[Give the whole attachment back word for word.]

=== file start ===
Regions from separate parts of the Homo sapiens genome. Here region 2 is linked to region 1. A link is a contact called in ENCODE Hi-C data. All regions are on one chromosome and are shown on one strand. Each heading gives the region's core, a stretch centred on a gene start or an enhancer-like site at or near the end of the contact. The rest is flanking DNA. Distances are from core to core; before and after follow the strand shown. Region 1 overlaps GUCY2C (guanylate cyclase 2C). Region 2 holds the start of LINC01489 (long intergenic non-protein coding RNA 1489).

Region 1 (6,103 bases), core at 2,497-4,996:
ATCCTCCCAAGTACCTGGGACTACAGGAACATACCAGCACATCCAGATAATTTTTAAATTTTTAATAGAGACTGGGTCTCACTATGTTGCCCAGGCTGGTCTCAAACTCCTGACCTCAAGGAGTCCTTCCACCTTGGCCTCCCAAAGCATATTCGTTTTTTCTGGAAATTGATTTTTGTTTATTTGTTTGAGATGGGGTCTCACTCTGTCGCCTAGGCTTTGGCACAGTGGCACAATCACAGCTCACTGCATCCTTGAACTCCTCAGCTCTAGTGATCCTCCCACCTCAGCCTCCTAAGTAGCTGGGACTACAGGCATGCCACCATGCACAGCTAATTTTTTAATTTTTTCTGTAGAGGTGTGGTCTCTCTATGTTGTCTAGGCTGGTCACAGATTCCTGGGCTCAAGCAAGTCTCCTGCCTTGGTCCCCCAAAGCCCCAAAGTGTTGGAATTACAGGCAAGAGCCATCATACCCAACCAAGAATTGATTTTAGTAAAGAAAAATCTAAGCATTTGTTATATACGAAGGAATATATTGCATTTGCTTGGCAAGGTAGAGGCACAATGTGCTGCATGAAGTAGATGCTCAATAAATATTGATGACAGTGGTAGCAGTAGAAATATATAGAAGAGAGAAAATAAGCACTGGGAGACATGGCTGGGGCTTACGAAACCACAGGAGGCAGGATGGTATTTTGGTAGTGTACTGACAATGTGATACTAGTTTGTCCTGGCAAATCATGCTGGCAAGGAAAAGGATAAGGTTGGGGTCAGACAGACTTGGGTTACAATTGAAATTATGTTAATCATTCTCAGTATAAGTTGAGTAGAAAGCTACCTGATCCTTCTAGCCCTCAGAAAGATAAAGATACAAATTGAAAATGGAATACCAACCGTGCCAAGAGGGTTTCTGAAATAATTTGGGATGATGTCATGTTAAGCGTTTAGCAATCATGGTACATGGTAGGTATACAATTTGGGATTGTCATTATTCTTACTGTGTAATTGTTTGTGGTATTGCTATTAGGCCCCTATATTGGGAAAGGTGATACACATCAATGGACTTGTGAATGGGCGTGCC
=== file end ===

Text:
Regions from separate parts of the Homo sapiens genome. Here region 2 is linked to region 1. A link is a contact called in ENCODE Hi-C data. All regions are on one chromosome and are shown on one strand. Each heading gives the region's core, a stretch centred on a gene start or an enhancer-like site at or near the end of the contact. The rest is flanking DNA. Distances are from core to core; before and after follow the strand shown. Region 1 overlaps GUCY2C (guanylate cyclase 2C). Region 2 holds the start of LINC01489 (long intergenic non-protein coding RNA 1489).

Region 1 (6,103 bases), core at 2,497-4,996:
ATCCTCCCAAGTACCTGGGACTACAGGAACATACCAGCACATCCAGATAATTTTTAAATTTTTAATAGAGACTGGGTCTCACTATGTTGCCCAGGCTGGTCTCAAACTCCTGACCTCAAGGAGTCCTTCCACCTTGGCCTCCCAAAGCATATTCGTTTTTTCTGGAAATTGATTTTTGTTTATTTGTTTGAGATGGGGTCTCACTCTGTCGCCTAGGCTTTGGCACAGTGGCACAATCACAGCTCACTGCATCCTTGAACTCCTCAGCTCTAGTGATCCTCCCACCTCAGCCTCCTAAGTAGCTGGGACTACAGGCATGCCACCATGCACAGCTAATTTTTTAATTTTTTCTGTAGAGGTGTGGTCTCTCTATGTTGTCTAGGCTGGTCACAGATTCCTGGGCTCAAGCAAGTCTCCTGCCTTGGTCCCCCAAAGCCCCAAAGTGTTGGAATTACAGGCAAGAGCCATCATACCCAACCAAGAATTGATTTTAGTAAAGAAAAATCTAAGCATTTGTTATATACGAAGGAATATATTGCATTTGCTTGGCAAGGTAGAGGCACAATGTGCTGCATGAAGTAGATGCTCAATAAATATTGATGACAGTGGTAGCAGTAGAAATATATAGAAGAGAGAAAATAAGCACTGGGAGACATGGCTGGGGCTTACGAAACCACAGGAGGCAGGATGGTATTTTGGTAGTGTACTGACAATGTGATACTAGTTTGTCCTGGCAAATCATGCTGGCAAGGAAAAGGATAAGGTTGGGGTCAGACAGACTTGGGTTACAATTGAAATTATGTTAATCATTCTCAGTATAAGTTGAGTAGAAAGCTACCTGATCCTTCTAGCCCTCAGAAAGATAAAGATACAAATTGAAAATGGAATACCAACCGTGCCAAGAGGGTTTCTGAAATAATTTGGGATGATGTCATGTTAAGCGTTTAGCAATCATGGTACATGGTAGGTATACAATTTGGGATTGTCATTATTCTTACTGTGTAATTGTTTGTGGTATTGCTATTAGGCCCCTATATTGGGAAAGGTGATACACATCAATGGACTTGTGAATGGGCGTGCC